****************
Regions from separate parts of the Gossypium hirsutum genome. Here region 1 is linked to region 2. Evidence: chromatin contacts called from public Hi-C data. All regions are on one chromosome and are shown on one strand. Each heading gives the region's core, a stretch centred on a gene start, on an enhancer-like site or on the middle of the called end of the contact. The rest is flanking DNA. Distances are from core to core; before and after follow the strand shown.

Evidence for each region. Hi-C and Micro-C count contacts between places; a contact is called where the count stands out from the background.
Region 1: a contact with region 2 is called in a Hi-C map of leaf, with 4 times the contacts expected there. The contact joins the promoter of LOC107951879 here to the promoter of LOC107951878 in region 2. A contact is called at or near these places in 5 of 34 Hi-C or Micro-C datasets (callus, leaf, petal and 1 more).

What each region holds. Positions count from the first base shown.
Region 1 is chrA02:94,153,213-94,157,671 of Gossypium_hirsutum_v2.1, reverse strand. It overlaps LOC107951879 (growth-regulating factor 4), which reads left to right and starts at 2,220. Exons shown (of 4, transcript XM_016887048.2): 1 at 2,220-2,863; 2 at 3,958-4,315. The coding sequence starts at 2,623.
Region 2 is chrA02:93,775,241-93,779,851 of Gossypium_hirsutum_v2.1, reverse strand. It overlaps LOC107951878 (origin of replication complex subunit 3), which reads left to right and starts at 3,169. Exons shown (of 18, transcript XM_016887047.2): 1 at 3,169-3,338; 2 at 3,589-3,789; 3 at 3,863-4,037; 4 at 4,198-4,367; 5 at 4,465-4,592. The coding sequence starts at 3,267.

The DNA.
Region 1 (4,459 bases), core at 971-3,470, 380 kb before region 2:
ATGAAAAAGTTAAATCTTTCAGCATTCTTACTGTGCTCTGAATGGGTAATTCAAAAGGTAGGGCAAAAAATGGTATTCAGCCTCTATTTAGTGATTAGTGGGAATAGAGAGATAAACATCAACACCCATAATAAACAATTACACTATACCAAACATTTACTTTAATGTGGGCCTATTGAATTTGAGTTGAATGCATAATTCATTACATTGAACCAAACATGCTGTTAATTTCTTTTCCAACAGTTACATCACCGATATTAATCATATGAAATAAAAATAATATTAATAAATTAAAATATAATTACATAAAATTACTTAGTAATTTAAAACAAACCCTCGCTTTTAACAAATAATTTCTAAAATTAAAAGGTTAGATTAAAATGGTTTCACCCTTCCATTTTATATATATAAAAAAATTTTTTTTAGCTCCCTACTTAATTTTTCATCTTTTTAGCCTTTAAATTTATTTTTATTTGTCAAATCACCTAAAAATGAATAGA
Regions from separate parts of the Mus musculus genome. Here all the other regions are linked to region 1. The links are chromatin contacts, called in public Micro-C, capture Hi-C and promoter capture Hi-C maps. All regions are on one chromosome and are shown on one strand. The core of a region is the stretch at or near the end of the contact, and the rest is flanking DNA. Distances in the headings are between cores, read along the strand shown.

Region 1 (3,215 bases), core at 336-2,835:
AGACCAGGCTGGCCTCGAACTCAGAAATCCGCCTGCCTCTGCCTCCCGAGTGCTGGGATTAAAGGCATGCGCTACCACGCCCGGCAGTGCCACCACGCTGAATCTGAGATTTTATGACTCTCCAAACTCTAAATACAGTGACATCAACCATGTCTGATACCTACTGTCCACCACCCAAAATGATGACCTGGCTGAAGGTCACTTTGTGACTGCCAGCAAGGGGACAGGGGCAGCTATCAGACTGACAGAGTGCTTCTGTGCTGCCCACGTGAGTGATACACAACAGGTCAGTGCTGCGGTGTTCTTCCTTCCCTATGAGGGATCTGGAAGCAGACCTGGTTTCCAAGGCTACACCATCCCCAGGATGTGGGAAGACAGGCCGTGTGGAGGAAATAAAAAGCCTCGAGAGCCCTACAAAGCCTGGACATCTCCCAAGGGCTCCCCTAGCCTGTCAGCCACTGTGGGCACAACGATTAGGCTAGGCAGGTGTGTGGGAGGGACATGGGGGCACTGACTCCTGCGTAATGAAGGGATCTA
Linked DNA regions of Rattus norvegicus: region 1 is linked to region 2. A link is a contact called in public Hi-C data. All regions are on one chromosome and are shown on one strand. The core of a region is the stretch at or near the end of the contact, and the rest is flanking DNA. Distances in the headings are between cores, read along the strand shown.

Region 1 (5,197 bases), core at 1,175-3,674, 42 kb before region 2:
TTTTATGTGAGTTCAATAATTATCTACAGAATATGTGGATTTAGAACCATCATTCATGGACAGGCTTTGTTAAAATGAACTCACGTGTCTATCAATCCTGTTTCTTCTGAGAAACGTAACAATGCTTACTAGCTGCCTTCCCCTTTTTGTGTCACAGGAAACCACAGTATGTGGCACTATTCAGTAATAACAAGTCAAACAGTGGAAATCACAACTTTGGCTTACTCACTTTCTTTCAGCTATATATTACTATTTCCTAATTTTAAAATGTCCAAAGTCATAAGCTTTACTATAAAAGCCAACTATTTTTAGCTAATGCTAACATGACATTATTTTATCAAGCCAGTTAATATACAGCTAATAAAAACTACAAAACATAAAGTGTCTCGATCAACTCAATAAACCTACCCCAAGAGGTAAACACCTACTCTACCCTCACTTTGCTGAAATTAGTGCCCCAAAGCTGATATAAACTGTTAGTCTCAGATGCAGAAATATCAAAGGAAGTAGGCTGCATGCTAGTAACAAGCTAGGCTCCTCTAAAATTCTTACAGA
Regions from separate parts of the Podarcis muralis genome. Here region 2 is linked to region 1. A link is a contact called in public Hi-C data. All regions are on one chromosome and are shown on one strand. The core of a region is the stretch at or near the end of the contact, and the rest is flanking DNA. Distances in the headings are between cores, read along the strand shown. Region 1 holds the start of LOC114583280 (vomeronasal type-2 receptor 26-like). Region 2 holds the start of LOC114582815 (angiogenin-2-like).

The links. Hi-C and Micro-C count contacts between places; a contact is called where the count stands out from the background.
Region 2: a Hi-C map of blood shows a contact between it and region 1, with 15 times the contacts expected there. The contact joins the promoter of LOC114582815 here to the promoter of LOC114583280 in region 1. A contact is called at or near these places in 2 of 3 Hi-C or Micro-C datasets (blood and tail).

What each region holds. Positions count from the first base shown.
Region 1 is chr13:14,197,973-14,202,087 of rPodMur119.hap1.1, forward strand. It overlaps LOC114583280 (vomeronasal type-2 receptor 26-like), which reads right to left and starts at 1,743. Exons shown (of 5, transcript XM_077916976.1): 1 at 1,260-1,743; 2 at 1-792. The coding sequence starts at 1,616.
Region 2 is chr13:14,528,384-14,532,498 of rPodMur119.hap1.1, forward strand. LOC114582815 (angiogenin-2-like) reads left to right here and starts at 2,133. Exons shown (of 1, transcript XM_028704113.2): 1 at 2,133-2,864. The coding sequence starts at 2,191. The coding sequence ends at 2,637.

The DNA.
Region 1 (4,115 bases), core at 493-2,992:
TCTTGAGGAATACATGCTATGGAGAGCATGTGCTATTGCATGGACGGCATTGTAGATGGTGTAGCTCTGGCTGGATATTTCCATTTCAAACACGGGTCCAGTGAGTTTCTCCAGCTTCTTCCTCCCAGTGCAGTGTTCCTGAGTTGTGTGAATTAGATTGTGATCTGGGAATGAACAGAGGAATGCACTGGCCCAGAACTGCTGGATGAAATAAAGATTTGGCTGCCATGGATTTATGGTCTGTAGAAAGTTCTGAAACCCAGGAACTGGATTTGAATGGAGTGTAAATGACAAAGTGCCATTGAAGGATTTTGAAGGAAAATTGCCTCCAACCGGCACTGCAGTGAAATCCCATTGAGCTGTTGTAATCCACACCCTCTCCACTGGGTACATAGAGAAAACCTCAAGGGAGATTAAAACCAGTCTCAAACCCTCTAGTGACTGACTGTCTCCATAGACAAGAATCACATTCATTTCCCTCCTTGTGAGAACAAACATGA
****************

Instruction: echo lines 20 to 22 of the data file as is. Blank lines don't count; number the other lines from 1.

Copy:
Region 1 is chr13:14,197,973-14,202,087 of rPodMur119.hap1.1, forward strand. It overlaps LOC114583280 (vomeronasal type-2 receptor 26-like), which reads right to left and starts at 1,743. Exons shown (of 5, transcript XM_077916976.1): 1 at 1,260-1,743; 2 at 1-792. The coding sequence starts at 1,616.
Region 2 is chr13:14,528,384-14,532,498 of rPodMur119.hap1.1, forward strand. LOC114582815 (angiogenin-2-like) reads left to right here and starts at 2,133. Exons shown (of 1, transcript XM_028704113.2): 1 at 2,133-2,864. The coding sequence starts at 2,191. The coding sequence ends at 2,637.

The DNA.